EPAA

Call for Papers: The comparative and international history of school accountability and testing

The current set of debates within national education systems includes significant discussion and enactment of school accountability mechanisms. While there is considerable variation among countries, the internationalization of test-based accountability is a significant and recent phenomenon. That broader pattern of accountability has a history that overlaps with both the history of testing and the broader […]

Evil Academic Overlords for Peer-Review Reform

As I’ve started copyediting the last batch of accepted manuscripts for Education Policy Analysis Archives (EPAA) from my editorial tenure, I’ve been thinking of John Willinsky’s and Kathleen Fitzpatrick’s comments about academic publishing, open access, the peer review process, and academic credentialing in general. In his incrementalist “let’s push any move towards more open access” […]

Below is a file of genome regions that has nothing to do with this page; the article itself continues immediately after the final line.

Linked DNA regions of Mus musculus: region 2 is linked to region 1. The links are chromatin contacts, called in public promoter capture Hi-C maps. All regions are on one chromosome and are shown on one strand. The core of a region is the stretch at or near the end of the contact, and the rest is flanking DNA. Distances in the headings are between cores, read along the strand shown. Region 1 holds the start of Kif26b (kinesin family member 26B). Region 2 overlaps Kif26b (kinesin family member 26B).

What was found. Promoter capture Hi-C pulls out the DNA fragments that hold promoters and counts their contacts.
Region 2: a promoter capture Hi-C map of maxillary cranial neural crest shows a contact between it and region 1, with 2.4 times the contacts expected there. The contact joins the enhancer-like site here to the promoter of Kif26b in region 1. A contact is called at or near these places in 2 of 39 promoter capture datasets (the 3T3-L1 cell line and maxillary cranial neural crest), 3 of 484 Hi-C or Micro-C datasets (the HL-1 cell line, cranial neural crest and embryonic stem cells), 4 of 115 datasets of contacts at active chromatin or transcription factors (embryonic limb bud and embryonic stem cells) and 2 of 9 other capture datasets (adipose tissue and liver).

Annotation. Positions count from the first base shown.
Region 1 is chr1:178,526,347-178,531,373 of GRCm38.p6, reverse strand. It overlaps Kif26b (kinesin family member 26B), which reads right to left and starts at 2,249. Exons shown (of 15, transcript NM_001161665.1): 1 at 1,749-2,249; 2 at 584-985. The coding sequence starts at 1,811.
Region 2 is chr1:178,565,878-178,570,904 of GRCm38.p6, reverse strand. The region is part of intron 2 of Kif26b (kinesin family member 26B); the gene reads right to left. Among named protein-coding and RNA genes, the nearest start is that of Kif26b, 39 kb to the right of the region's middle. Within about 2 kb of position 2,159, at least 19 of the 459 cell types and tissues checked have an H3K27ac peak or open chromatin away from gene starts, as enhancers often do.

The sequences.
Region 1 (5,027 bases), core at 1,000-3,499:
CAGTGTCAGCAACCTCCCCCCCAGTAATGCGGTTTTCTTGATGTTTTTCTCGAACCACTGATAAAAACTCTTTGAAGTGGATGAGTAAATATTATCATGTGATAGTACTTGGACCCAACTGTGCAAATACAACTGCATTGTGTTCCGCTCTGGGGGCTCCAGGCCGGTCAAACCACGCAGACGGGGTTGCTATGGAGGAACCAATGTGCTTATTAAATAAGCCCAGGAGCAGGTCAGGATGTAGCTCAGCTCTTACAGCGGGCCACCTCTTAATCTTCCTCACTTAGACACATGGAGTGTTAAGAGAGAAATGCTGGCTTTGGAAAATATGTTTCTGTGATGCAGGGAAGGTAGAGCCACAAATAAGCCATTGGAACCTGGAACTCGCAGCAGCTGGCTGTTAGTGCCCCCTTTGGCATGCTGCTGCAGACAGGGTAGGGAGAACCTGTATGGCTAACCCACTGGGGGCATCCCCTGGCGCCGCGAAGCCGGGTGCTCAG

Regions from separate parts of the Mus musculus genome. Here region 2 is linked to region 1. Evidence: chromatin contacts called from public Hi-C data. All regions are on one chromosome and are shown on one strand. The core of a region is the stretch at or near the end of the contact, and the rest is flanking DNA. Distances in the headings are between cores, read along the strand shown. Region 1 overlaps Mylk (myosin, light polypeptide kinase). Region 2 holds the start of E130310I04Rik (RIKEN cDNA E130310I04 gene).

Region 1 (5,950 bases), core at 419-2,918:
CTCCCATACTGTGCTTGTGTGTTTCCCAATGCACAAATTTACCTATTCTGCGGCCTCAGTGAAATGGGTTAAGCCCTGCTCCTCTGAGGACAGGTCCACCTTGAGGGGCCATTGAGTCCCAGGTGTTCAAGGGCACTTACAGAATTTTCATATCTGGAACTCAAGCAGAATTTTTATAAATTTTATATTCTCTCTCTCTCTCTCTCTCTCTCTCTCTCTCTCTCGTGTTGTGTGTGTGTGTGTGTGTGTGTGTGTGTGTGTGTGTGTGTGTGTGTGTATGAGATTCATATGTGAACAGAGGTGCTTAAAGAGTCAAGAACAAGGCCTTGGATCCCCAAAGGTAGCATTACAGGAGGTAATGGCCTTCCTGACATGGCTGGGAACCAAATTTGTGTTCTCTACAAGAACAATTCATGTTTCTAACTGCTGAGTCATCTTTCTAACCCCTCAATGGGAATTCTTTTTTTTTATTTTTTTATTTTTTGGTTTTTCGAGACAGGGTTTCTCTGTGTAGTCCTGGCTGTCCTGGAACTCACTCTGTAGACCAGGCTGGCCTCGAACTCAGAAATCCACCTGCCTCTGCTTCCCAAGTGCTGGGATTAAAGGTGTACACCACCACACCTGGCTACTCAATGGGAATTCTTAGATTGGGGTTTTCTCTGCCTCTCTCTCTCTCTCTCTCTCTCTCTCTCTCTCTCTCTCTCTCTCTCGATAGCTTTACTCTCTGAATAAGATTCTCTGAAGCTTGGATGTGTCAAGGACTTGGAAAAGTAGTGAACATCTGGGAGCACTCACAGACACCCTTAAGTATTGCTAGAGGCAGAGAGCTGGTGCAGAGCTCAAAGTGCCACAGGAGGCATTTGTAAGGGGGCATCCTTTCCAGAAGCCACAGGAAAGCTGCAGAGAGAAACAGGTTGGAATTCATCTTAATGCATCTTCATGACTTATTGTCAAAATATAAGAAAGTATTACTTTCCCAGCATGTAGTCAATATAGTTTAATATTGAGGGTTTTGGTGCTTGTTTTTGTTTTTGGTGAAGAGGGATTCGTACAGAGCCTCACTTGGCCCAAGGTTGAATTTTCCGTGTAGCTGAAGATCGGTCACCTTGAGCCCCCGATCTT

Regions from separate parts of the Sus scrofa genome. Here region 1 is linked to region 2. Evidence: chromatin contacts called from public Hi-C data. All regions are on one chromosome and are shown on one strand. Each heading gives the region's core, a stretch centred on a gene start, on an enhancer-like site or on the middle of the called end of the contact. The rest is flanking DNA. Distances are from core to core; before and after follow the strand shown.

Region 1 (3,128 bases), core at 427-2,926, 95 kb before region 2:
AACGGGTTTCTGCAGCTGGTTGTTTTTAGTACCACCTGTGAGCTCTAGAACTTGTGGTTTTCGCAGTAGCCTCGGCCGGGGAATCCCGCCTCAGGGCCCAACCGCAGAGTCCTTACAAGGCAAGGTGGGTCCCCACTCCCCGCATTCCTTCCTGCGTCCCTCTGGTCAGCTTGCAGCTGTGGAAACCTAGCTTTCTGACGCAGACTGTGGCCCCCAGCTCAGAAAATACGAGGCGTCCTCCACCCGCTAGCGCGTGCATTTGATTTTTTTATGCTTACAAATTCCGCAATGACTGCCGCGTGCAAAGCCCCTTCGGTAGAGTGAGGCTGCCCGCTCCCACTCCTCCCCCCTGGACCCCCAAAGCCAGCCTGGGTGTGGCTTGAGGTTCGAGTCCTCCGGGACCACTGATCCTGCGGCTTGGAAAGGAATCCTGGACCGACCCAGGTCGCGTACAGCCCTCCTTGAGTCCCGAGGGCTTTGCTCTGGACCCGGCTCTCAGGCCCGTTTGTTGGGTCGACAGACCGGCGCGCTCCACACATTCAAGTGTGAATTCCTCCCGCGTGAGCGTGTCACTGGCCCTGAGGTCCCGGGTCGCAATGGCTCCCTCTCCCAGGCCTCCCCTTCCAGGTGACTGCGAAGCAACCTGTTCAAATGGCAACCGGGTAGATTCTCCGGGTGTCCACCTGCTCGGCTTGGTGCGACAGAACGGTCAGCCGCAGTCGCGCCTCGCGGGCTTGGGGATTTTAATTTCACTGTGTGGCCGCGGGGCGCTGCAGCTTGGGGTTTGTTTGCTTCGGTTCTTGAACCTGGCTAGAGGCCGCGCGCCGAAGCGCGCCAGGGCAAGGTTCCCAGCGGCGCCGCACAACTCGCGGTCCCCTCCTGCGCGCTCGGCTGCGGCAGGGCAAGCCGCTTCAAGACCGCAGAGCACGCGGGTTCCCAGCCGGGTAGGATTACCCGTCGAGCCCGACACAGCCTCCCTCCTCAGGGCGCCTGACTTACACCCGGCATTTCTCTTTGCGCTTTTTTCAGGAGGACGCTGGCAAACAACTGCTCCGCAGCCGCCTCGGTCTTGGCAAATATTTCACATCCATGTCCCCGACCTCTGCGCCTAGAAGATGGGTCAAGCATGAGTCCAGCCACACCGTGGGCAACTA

EPAA acceptance rate, 2007 and 2008 (English language articles): 12-13%

I have been doing some tidying up with EPAA, and looked at the stats for 2008. I don’t check the statistics often (and especially not early in a calendar year when manuscripts from the prior year may well be still pending), but authors occasionally need the information for tenure and promotion purposes. While there are […]

Teachers and school demographics

m4s0n501 A few weeks ago, the Journal of Labor Economics published C. Kirabo Jackson’s study of teacher moves away from schools in Charlotte that were moving towards single-race, segregated status (see lay description here; subscription-required article here). Today, the Education Policy Analysis Archives publishes Kitae Sohn’s article, Teacher Turnover: An Issue of Workgroup Racial Diversity […]

Four hours

It took me four hours today to write and polish a disposition e-mail to the author(s) of a submission. This was a manuscript that I enjoyed very much but for a variety of reasons could not publish, and I owed the author(s) some good advice, or at least the best advice I could give. When […]